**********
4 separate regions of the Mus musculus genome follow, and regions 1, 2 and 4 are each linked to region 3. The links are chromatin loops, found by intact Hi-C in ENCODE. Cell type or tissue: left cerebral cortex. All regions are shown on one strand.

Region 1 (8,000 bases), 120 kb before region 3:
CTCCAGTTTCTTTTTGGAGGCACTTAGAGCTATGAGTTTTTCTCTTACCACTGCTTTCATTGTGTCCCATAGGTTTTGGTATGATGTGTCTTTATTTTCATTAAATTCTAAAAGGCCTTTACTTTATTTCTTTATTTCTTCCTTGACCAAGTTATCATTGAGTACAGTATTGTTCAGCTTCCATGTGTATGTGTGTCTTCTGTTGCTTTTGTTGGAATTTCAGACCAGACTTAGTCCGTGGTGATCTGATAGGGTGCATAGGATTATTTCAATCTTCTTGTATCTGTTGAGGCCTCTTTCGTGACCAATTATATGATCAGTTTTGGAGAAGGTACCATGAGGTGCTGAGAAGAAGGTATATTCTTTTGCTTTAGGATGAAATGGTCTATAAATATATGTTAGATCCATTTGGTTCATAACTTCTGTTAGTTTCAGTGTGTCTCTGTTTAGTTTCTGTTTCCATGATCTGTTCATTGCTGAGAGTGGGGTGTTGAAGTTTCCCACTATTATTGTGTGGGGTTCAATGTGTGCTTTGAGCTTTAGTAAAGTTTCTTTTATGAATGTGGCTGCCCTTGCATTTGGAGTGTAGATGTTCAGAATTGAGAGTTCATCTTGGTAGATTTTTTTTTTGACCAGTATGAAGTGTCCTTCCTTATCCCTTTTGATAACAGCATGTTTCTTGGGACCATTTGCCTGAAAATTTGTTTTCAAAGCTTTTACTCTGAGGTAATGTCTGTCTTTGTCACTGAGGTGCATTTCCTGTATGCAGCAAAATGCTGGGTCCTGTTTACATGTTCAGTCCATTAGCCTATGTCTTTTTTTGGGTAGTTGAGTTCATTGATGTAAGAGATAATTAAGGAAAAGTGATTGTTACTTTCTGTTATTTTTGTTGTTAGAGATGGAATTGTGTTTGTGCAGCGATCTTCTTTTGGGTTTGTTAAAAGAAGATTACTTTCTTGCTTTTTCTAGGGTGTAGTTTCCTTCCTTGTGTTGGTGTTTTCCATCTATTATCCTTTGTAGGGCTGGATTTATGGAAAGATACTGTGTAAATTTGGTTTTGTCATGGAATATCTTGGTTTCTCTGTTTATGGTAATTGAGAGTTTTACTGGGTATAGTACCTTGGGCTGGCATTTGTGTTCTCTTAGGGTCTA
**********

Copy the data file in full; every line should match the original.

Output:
4 separate regions of the Mus musculus genome follow, and regions 1, 2 and 4 are each linked to region 3. The links are chromatin loops, found by intact Hi-C in ENCODE. Cell type or tissue: left cerebral cortex. All regions are shown on one strand.

Region 1 (8,000 bases), 120 kb before region 3:
CTCCAGTTTCTTTTTGGAGGCACTTAGAGCTATGAGTTTTTCTCTTACCACTGCTTTCATTGTGTCCCATAGGTTTTGGTATGATGTGTCTTTATTTTCATTAAATTCTAAAAGGCCTTTACTTTATTTCTTTATTTCTTCCTTGACCAAGTTATCATTGAGTACAGTATTGTTCAGCTTCCATGTGTATGTGTGTCTTCTGTTGCTTTTGTTGGAATTTCAGACCAGACTTAGTCCGTGGTGATCTGATAGGGTGCATAGGATTATTTCAATCTTCTTGTATCTGTTGAGGCCTCTTTCGTGACCAATTATATGATCAGTTTTGGAGAAGGTACCATGAGGTGCTGAGAAGAAGGTATATTCTTTTGCTTTAGGATGAAATGGTCTATAAATATATGTTAGATCCATTTGGTTCATAACTTCTGTTAGTTTCAGTGTGTCTCTGTTTAGTTTCTGTTTCCATGATCTGTTCATTGCTGAGAGTGGGGTGTTGAAGTTTCCCACTATTATTGTGTGGGGTTCAATGTGTGCTTTGAGCTTTAGTAAAGTTTCTTTTATGAATGTGGCTGCCCTTGCATTTGGAGTGTAGATGTTCAGAATTGAGAGTTCATCTTGGTAGATTTTTTTTTTGACCAGTATGAAGTGTCCTTCCTTATCCCTTTTGATAACAGCATGTTTCTTGGGACCATTTGCCTGAAAATTTGTTTTCAAAGCTTTTACTCTGAGGTAATGTCTGTCTTTGTCACTGAGGTGCATTTCCTGTATGCAGCAAAATGCTGGGTCCTGTTTACATGTTCAGTCCATTAGCCTATGTCTTTTTTTGGGTAGTTGAGTTCATTGATGTAAGAGATAATTAAGGAAAAGTGATTGTTACTTTCTGTTATTTTTGTTGTTAGAGATGGAATTGTGTTTGTGCAGCGATCTTCTTTTGGGTTTGTTAAAAGAAGATTACTTTCTTGCTTTTTCTAGGGTGTAGTTTCCTTCCTTGTGTTGGTGTTTTCCATCTATTATCCTTTGTAGGGCTGGATTTATGGAAAGATACTGTGTAAATTTGGTTTTGTCATGGAATATCTTGGTTTCTCTGTTTATGGTAATTGAGAGTTTTACTGGGTATAGTACCTTGGGCTGGCATTTGTGTTCTCTTAGGGTCTA